Re the long wait for a general election, David Curtis (Letters) asks: “Is there no way, in our mature democracy, to rescue our country from this grim situation?” I can think of one: that a significant number of moderate backbench Conservative MPs, who remember they are public servants rather than there by gift or for self-aggrandisement, call a vote of no confidence in the government. They would be doing us all a favour, bringing down this rotten parliament. It might be worth waiting until after the King’s speech, when Rishi Sunak will “advance expansion of North Sea oil and gas exploration, as well as pro-car policies, in the hope of opening up a clear divide over the green agenda with Labour” (News). I pity our new King having to read such duplicitous policies against all he stands for.
Susan Treagus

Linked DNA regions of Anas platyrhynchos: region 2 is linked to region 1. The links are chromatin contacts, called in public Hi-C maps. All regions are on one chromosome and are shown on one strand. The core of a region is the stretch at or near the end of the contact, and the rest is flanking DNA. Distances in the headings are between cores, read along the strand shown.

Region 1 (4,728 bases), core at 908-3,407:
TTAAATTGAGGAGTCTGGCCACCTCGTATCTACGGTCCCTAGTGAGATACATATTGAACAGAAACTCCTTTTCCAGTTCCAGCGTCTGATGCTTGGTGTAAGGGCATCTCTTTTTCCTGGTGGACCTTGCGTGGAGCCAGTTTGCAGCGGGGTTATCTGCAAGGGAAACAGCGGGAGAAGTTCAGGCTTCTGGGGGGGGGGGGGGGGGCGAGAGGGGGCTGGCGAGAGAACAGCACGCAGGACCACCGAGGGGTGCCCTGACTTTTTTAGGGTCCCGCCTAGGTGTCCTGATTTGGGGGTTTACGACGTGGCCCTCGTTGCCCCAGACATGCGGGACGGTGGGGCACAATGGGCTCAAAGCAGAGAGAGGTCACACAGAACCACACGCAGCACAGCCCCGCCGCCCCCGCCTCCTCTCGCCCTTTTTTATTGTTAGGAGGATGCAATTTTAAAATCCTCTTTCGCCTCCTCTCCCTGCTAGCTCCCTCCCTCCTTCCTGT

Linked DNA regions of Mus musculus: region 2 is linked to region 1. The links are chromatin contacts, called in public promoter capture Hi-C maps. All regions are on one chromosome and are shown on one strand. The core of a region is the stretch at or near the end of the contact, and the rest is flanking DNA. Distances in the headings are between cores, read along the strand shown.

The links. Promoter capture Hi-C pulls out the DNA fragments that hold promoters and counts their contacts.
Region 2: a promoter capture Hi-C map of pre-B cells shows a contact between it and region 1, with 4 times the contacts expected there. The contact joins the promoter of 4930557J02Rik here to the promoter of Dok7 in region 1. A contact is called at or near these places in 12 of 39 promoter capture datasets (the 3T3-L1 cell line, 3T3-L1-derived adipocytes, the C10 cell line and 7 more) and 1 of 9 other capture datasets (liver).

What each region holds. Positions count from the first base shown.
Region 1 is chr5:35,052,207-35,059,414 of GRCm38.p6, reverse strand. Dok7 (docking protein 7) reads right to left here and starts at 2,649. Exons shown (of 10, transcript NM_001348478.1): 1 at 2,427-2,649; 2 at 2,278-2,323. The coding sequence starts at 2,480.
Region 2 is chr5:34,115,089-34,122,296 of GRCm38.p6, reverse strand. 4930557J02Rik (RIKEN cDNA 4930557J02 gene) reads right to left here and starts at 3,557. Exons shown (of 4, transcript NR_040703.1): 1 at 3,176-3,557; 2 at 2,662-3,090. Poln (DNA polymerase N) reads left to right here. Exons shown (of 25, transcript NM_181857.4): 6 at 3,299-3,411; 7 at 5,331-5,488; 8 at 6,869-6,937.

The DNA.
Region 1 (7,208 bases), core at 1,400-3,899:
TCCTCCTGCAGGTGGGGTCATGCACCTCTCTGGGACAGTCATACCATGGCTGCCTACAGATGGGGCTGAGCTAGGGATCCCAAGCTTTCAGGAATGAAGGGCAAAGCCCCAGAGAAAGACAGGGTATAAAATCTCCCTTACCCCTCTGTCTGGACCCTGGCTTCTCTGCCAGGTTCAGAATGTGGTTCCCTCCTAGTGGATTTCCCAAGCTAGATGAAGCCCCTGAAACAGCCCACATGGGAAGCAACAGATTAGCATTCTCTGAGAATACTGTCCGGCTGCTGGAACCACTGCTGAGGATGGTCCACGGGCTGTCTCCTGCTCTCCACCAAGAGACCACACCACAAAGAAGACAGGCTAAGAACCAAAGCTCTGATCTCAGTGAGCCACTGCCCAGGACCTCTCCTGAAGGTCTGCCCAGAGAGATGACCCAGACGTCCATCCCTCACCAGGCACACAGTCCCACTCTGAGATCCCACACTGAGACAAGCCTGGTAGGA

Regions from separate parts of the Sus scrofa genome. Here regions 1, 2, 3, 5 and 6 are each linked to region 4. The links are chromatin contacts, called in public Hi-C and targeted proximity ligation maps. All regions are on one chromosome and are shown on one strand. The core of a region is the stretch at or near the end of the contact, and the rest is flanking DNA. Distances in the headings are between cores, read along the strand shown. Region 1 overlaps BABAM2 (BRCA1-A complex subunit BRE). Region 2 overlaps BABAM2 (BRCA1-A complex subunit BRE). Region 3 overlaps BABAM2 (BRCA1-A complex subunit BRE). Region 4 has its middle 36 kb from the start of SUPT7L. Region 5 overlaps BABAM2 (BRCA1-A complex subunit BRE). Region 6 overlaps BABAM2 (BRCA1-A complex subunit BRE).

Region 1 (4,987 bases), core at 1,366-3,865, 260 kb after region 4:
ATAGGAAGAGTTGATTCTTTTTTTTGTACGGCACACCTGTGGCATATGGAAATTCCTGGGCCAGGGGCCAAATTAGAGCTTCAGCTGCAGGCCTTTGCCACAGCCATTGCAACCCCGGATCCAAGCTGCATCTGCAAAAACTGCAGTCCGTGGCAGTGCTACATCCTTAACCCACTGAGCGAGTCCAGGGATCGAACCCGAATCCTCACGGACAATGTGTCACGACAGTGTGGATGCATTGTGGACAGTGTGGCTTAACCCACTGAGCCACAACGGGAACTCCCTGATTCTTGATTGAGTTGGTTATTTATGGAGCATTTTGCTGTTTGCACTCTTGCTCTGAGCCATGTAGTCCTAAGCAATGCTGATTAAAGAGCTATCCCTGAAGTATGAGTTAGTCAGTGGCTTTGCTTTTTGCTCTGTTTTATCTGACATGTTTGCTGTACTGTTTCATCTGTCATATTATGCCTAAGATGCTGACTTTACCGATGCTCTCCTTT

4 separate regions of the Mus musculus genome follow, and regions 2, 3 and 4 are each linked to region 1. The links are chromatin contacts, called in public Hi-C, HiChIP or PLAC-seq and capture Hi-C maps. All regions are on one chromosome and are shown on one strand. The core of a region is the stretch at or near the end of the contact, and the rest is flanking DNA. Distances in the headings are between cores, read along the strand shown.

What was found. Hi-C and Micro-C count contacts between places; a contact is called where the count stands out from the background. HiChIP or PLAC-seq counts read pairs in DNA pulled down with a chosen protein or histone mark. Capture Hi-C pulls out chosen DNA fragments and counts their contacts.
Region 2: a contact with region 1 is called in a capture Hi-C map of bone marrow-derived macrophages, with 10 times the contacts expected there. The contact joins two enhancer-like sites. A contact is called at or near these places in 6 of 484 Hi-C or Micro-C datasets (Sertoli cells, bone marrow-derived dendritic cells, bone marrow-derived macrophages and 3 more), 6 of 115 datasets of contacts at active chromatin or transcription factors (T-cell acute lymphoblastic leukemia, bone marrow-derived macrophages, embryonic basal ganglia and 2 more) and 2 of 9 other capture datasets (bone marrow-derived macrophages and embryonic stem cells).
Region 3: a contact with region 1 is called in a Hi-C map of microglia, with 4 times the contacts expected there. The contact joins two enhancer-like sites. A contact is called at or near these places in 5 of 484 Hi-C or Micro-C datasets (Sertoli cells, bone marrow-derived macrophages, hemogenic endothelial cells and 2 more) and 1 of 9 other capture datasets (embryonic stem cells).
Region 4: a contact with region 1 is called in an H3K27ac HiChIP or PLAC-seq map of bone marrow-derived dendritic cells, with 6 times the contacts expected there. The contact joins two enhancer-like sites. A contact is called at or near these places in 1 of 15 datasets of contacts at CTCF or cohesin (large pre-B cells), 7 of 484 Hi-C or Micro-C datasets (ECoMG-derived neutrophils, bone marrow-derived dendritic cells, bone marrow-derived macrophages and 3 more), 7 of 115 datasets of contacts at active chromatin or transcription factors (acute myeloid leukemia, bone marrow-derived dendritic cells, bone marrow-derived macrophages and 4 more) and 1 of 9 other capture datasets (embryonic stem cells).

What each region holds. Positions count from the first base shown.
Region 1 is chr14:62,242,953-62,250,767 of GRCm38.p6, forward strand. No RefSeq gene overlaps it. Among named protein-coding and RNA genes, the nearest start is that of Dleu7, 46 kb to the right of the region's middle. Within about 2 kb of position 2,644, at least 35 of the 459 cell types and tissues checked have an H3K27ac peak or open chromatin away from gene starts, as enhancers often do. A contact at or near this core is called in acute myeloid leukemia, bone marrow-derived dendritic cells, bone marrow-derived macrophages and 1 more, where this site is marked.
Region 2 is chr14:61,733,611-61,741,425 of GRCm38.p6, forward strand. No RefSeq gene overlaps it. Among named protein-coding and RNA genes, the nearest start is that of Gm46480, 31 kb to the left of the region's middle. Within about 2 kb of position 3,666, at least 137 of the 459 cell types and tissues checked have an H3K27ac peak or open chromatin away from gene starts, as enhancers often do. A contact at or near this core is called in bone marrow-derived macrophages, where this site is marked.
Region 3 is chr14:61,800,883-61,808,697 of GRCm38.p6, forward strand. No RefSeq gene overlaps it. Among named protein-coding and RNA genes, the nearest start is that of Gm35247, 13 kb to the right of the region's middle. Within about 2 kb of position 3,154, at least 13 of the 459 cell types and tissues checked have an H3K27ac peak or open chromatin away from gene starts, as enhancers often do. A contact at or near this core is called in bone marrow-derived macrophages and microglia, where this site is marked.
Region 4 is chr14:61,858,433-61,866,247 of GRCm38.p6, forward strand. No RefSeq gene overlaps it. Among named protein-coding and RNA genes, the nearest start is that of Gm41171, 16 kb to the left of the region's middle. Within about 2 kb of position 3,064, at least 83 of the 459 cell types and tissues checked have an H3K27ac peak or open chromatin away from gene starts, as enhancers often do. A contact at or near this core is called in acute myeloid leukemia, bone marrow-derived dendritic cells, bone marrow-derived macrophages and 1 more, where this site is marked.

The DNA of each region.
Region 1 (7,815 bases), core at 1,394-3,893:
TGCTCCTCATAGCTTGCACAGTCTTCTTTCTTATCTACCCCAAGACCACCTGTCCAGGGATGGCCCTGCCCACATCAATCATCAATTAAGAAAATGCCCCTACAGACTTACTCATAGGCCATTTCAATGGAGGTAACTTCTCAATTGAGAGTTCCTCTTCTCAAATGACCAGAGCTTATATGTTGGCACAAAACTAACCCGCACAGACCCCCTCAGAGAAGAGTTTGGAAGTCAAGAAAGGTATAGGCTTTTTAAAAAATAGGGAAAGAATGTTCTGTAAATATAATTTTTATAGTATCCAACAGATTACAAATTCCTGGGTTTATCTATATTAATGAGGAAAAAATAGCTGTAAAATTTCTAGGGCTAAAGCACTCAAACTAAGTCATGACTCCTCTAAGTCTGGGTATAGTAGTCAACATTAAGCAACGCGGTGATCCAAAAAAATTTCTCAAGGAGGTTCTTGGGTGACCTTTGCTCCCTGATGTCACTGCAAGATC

My despair at housing sell-off

Thank you, Rowan Moore, for a clear and comprehensive exposition of what is wrong in housing today (“How home ownership killed Britain’s property dream”, New Review). Working in social housing since the late 70s, I have watched in bemusement and growing despair as what was a valuable national asset that provided the basic human right of shelter has been systematically dismantled and plundered to enrich the privileged.

There’s more. Over 40% of homes sold under the right to buy are now rented out by private landlords, at much higher rents, and often to people who would be eligible for council housing now – if there were enough. What remains of social housing is disproportionately occupied by people with the highest social needs, creating a concentration of need.

Security of tenure in the 1980s was a legal requirement in all rented accommodation, and eviction without breach of tenancy was illegal. This must be restored.
Alison Mathias

Riding high in Norwich

It was a joy to see Stewart Lee reminding us that in East Anglia the word “dickie” means a donkey (“The Tory MP protecting Ipswich, Twix by Twix”, New Review). When I moved here from Northamptonshire 40 years ago, my Suffolk-born friend Terry Grant warned me that I was likely to be asked “Ha’ yer father got a dickie, bor?”. To which I should reply: “Yeah, an’ he need a fule to ride un – will ya come?”
Roger Cottrell

The Guardian